The American computer firm will use the new system, dubbed Thunderbolt by its creators at chip manufacturing firm Intel, on its Macbook Pro devices.
The technology, which uses copper wires to transfer data, works at 10 Gigabits per second, a speed that is twice as fast as traditional USB rates. However, a much higher maximum speed can be achieved if fibre optic cables are used. Intel has said that it will move towards maintaining higher speeds over time claiming that future versions should be able to attain a speed of 100 Gigabits per second.
Sarah Rottman Epps, an analyst with Forrester Research, said: “This isn’t an innovation that consumers have been asking for, but it’s one they’ll appreciate. Especially when transferring video, as that’s when [USB] starts to feel slow”.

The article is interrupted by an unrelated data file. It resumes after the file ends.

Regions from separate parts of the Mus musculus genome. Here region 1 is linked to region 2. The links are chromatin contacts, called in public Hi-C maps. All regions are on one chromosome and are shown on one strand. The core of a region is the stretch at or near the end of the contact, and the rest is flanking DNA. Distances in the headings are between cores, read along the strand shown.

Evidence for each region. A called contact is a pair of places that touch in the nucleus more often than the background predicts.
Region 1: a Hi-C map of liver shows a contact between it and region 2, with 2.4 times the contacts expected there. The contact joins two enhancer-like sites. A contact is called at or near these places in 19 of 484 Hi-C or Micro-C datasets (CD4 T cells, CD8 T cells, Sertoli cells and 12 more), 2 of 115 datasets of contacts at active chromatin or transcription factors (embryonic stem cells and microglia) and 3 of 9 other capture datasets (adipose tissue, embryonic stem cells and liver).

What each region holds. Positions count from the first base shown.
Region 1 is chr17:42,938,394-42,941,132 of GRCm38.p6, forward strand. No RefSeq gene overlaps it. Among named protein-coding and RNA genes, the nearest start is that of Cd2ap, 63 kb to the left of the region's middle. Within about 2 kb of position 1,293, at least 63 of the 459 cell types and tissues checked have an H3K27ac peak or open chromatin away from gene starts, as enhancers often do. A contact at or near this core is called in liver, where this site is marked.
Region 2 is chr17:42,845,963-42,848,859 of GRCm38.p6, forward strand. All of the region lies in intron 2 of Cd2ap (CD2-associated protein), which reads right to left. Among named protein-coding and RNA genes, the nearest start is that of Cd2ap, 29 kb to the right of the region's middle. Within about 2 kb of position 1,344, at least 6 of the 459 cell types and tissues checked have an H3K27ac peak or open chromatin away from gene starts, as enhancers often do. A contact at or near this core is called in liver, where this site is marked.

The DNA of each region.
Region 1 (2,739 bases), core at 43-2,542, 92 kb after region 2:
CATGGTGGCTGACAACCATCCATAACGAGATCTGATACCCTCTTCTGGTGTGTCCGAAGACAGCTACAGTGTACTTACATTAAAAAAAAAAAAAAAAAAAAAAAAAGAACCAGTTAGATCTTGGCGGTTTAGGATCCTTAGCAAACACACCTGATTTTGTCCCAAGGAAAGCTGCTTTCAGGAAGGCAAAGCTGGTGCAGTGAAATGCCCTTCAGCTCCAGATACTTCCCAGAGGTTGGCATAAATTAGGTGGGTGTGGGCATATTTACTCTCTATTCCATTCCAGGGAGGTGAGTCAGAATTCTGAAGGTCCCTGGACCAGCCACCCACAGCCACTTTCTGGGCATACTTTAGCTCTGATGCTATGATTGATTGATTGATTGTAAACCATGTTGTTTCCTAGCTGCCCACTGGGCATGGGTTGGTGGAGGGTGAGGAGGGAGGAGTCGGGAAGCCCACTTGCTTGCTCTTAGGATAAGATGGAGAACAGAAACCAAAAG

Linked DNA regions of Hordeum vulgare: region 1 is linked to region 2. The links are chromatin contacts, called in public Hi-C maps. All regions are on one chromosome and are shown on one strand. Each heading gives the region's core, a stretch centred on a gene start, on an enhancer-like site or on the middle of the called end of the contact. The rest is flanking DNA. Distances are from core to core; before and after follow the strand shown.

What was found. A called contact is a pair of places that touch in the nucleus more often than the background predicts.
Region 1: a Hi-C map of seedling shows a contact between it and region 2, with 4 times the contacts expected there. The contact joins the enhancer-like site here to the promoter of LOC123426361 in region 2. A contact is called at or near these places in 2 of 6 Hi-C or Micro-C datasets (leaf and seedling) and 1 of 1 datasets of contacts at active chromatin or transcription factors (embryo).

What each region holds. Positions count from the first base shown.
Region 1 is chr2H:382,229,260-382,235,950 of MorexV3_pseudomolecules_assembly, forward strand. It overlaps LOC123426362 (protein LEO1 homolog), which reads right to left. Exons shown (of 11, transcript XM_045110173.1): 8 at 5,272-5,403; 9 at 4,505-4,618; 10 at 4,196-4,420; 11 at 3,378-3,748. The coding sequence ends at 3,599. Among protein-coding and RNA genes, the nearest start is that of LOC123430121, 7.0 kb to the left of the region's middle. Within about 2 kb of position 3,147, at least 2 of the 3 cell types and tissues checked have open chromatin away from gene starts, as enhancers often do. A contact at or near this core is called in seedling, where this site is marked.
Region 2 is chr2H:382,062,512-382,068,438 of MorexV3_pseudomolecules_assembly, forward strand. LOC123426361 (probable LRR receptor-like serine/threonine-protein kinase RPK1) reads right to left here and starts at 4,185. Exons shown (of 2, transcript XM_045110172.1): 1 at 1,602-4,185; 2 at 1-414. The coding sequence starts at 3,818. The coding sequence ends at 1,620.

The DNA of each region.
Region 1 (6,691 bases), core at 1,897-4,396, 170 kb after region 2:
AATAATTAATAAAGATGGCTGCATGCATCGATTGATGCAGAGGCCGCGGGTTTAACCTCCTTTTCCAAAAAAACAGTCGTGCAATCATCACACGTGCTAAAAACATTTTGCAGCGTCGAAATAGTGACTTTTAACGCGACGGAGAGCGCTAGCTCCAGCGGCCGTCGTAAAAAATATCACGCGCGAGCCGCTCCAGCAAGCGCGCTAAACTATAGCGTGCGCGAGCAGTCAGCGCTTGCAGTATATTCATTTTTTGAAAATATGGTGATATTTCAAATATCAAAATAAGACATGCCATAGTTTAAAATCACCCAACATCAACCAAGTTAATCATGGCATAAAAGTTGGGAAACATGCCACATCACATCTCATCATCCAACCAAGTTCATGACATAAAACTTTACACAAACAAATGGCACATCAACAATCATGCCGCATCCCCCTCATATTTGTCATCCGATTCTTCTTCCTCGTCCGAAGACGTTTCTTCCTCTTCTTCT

Apple is believed to have played a significant role in driving the development forward. However, only time will tell whether other manufacturers opt to take up the new system.
Ian Chiu, editor of the website Everythingusb.com, said: “I don’t really know how Intel will make Thunderbolt appealing to all the other first-tier PC manufacturers”.
He continued: “HP, Sony, Dell, Acer, Asus make most of their money from the low-end and medium-end notebooks. On the other hand, Apple’s Macbook Pro line-up is targeted at the prosumers, professionals and other people who aren’t so price conscious”.
Thunderbolt can also carry multiple signals at the same time so that a single cable can be used instead of a selection of wires that are required under current systems.